Arctic sea ice vital to polar bear habitat: biologists

Polar bears head inland when ice cover drops below 50 per cent


A polar bear heads across the sea ice in this photo taken off Baffin Island. (FILE PHOTO)

A polar bear heads across the sea ice in this photo taken off Baffin Island. (FILE PHOTO)

How much sea ice do polar bears need before heading onto land: that’s the question that biologists from the University of Alberta wanted to answer.

Their recently published study found that polar bears started to migrate onto land only when sea ice cover dropped below 50 per cent.

For their research, the researchers used GPS data from 20 polar bears tagged and collared in western Hudson Bay.

They also pulled a tooth from each collared polar bear to determine the animals’ age.

The collared polar bears, whose mean age was 17 years, traveled back to land over a roughly one-month period, between June 28 and Aug. 7, said their research paper in the online Ecology and Evolution journal.

The rate of polar bears returning to land increased greatly as the sea ice cover deteriorated further, said the authors.

The authors for the latest University of Alberta report include Seth G. Cherry, Nicolas J. Lunn and Andrew E. Derocher.

Derocher told Nunatsiaq News in 2010 that declining sea ice and climate change threaten the survival of polar bears.

Nunavut isn’t looking to the future, 35 to 45 years from now, equal to two or three polar bear generations, Derocher said then.

Part of the Nunavut government’s position is that polar bears can and have adapted to changes in climate in the past.

But Derocher said that’s just not so, and that “the long-term situation for polar bears is extremely dire.”

The most recent paper argues that information collected through collared polar bears is crucial to understanding the effects on polar bear populations as climate change continues to affect sea ice conditions.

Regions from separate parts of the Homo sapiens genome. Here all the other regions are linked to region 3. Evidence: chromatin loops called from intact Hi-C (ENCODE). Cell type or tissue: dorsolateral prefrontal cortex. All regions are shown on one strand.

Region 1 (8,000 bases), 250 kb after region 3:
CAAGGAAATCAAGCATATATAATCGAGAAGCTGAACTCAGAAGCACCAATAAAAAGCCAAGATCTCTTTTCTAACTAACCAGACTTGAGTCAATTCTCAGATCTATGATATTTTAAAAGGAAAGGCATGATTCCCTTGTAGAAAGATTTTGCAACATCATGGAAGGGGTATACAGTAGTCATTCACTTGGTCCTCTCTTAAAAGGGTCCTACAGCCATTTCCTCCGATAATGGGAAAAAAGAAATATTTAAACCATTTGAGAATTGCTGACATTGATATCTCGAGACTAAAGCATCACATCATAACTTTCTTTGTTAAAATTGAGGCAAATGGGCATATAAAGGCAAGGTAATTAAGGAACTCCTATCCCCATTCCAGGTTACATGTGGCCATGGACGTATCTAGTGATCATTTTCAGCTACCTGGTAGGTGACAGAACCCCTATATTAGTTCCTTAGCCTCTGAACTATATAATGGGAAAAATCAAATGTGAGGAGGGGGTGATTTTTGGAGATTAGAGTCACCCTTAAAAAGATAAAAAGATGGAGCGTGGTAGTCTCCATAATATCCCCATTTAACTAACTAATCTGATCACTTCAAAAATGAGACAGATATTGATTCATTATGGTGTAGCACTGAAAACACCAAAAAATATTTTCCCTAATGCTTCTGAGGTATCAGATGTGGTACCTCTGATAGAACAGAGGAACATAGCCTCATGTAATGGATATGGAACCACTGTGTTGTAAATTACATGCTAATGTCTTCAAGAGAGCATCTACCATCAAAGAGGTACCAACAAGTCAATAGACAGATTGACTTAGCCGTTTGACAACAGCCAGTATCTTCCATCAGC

Continued monitoring between the environment and polar bear migration timing “may be a key aspect of [understanding] behavioral changes as a result of future climate change,” the paper suggests

And that change may include less ice on Hudson Bay.

“The longer-term projections for sea ice conditions in Hudson Bay suggest the duration of the on-land period will increase with negative demographic consequences,” the paper states.

Some Kivalliq communities, like Arviat, struggle with more polar bears coming into town and lobbied the Government of Nunavut for more polar bear tags to control the population.

The University of Alberta authors acknowledge that while deteriorating ice conditions are the main factor spurring polar bears back to land, the animals still require “continued periods of exposure” to the bad ice before they move to land.

They call for increased research on polar bears in the region, using GPS data to better understand the larger migration patterns of polar bears as well as the “responses and trends associated with climate change.”

But many Inuit hunters oppose the invasive survey practices by scientists which involve tranquilization or collaring polar bears for GPS tracking, arguing that the device chokes the animal.

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